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Courses and Major

Classics Course Descriptions

Current Interim courses descriptions are available from the Registrar.

Classics

211 Classical Literature (3). F, S. This is a study of the major works of Greek and Roman literature from Homer to Augustine. The course devotes attention to the origins and development of Greek epic, lyric, drama, and historiography, and to their transformation in the literature of Rome and the church fathers. Artistic and archaeological evidence supplements the study of the texts. This course can satisfy the core requirement in literature.

221 Classical Art and Architecture (3). S. This is a study of the major arts of ancient Greek and Roman civilization from the Bronze Age to the late Empire. The course devotes attention to the origins and development of Greek sculpture, painting, and architecture, and to their transformation in the arts of Rome. Ancient literary sources supplement the study of material culture in this investigation of Greek and Roman culture. This course can satisfy the core requirement in the arts.

231 Classical Mythology (3). F, S. This is a study of the major themes in classical mythology via the literature and art of Greece and Rome. The course includes a study of major literary sources in translation and major art works of both cultures, with special attention to various interpretations of the myths and the works of art they have influenced in the development of Western culture. This course can satisfy the core requirement in the arts.

Greek

101 Elementary Greek I (4). F. A beginning study of classical Greek with emphasis on the essentials of grammar and basic vocabulary.

102 Elementary Greek II (4). S. A continuation of Greek 101 with the reading of selected prose passages. Completion of this course allows the student to read works like the New Testament or Attic Greek prose with the help of a grammar and lexicon.

201 Greek Philosophers (4). F, alternate years. Readings in Plato or Aristotle, with special emphasis on gaining reading proficiency in Greek prose. Prerequisite: Greek 102. Not offered 2013-2014.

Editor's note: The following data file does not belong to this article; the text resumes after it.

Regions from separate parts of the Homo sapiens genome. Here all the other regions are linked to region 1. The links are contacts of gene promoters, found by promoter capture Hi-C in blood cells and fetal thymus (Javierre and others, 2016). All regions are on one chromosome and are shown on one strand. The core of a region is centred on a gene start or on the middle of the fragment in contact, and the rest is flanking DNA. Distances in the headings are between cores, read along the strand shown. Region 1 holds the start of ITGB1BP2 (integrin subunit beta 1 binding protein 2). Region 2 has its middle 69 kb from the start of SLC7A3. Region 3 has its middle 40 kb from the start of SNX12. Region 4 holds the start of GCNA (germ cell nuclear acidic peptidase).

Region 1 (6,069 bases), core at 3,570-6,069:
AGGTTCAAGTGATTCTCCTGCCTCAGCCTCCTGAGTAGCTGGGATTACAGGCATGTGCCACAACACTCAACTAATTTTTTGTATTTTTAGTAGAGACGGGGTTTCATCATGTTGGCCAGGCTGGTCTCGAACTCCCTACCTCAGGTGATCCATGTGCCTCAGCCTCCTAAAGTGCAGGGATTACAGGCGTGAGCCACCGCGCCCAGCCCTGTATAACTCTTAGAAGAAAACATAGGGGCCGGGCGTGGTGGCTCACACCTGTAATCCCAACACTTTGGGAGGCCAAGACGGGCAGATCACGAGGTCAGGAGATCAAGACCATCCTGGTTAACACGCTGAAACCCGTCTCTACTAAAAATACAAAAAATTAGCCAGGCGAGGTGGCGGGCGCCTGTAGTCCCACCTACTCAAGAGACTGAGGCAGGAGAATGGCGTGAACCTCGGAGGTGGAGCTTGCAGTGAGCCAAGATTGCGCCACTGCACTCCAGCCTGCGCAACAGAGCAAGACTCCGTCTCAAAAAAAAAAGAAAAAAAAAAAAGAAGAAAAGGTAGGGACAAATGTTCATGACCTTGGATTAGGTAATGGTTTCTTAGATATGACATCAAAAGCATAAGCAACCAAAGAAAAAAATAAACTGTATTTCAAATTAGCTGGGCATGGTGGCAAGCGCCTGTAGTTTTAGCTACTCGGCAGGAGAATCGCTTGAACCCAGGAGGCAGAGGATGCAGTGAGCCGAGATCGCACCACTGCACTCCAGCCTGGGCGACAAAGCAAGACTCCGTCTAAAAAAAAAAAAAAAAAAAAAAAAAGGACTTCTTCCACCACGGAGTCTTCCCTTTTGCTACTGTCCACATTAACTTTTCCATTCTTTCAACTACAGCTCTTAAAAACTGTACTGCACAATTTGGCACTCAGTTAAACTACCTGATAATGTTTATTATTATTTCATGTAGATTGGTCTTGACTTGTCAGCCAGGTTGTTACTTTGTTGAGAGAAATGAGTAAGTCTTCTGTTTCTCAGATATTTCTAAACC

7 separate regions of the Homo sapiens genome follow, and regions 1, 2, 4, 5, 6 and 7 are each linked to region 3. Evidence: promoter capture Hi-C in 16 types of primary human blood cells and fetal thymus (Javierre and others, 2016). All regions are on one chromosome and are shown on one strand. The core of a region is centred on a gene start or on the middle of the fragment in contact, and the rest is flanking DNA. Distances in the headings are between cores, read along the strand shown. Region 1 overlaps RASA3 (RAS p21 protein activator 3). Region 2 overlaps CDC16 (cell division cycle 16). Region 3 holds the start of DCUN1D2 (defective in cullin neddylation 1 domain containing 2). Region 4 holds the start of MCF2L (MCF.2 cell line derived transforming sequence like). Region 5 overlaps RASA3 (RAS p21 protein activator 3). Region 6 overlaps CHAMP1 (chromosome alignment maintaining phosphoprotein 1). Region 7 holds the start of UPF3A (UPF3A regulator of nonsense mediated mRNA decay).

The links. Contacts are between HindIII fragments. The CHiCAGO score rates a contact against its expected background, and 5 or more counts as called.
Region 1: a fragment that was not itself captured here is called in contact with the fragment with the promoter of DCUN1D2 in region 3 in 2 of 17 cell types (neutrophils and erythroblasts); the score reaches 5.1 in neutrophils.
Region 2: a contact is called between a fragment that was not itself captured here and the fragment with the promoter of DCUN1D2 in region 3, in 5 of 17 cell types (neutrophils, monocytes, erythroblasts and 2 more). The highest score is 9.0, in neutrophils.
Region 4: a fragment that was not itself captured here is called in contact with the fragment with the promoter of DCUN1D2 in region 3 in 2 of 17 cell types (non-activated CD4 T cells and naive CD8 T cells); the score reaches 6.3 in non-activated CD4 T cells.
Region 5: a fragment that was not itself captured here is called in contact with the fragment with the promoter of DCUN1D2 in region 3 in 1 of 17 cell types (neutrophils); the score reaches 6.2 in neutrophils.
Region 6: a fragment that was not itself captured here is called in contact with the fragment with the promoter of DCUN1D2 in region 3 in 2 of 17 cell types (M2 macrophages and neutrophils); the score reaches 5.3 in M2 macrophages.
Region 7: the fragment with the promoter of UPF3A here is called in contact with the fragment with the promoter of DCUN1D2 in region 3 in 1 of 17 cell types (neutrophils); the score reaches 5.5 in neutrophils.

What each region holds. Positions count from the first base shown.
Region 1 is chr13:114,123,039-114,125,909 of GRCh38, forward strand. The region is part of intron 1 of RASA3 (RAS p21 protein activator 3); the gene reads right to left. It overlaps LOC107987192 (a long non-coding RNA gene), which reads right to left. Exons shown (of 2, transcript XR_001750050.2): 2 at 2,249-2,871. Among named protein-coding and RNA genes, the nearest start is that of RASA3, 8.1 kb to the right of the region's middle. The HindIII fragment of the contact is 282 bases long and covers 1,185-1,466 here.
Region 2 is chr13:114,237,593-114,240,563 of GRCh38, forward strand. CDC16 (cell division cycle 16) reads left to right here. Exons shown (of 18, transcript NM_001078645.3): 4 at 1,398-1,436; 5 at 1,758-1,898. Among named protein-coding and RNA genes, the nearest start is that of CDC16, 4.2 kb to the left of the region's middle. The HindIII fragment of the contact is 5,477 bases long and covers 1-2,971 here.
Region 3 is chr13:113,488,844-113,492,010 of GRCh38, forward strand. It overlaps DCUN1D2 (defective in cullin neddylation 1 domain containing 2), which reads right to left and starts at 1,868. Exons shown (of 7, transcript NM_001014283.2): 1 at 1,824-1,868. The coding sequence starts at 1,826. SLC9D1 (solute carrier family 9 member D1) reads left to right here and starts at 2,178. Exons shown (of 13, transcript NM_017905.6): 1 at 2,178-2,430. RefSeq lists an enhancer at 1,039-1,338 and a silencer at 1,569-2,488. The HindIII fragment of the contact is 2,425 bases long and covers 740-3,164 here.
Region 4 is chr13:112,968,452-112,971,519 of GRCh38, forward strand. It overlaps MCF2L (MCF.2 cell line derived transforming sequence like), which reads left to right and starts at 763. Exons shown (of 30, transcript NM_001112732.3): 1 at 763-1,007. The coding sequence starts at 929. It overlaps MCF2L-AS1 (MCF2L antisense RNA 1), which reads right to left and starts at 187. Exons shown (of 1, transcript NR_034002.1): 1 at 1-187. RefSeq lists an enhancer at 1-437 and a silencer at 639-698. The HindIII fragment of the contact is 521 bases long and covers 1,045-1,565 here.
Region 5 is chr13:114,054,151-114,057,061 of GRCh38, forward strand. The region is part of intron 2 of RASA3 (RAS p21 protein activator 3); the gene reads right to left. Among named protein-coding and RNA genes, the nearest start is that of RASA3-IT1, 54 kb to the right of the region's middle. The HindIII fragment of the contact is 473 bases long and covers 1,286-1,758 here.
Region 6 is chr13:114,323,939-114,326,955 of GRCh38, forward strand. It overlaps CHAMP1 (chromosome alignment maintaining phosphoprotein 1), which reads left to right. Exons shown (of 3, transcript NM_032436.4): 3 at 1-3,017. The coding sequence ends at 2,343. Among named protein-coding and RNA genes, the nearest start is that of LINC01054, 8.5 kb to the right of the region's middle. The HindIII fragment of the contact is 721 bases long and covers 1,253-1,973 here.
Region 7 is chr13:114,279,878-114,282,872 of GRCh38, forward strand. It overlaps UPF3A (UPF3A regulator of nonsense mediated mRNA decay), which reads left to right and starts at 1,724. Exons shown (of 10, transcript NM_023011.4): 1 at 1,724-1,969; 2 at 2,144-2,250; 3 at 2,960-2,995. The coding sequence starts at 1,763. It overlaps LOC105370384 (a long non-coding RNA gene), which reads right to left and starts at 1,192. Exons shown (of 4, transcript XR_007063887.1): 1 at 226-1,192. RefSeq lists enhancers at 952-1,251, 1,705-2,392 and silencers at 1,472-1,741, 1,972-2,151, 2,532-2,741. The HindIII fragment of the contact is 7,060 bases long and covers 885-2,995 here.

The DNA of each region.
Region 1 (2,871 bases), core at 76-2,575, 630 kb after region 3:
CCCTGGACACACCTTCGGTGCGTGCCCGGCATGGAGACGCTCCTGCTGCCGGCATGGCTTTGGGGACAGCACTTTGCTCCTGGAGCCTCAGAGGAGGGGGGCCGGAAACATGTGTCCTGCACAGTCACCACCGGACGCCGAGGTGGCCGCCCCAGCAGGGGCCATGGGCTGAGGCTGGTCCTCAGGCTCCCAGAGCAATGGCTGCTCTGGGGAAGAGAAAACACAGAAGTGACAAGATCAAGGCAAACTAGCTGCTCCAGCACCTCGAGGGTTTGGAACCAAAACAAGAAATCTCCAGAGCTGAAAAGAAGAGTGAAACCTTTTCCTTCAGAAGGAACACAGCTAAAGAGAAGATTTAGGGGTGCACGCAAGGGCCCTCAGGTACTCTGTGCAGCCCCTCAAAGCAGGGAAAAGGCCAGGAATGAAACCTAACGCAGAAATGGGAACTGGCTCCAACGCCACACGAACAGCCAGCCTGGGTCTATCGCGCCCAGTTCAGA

203 Greek Historians (4). F, alternate years. Readings in Herodotus or Thucydides, with special emphasis on gaining reading proficiency in Greek prose and some attention to the differences among the major Greek historians. Prerequisite: Greek 102.

205 New Testament Greek: Gospels (4). F. Readings in one of the New Testament gospels with some attention to the parallel passages in the other gospels and careful study of the special features of koine Greek. The course emphasizes the significance of lexical and syntactical detail for the interpretation of the text. Prerequisite: Greek 102.

206 New Testament Greek: Epistles (4). S. Readings in some of Paul’s Epistles, with special emphasis on gaining reading proficiency in koine Greek. Prerequisite: Greek 205. Completion of this course can fulfill the core requirement in foreign language.

302 Greek Epic (3). S, alternate years. Readings in Homer’s Iliad or Odyssey, with special emphasis on gaining reading proficiency in Greek poetry and understanding the literary qualities of Greek epic, as illumined by critical scholarship. This course can satisfy the core requirement in literature. Prerequisite: at least three semesters of Greek. Not offered 2013-2014.

307 Greek Tragedy (3). S, alternate years. A close reading of at least one Greek tragedy with special emphasis on its literary qualities, as illumined by critical scholarship. This course can satisfy the core requirement in literature. Prerequisite: at least three semesters of Greek.

395 Special Topics in Ancient Greek (3). Independent study of special topics or authors not ordinarily covered in the rest of the Greek curriculum. Offered as needed. May be repeated provided the course content is different. Prerequisites: at least four courses in Greek.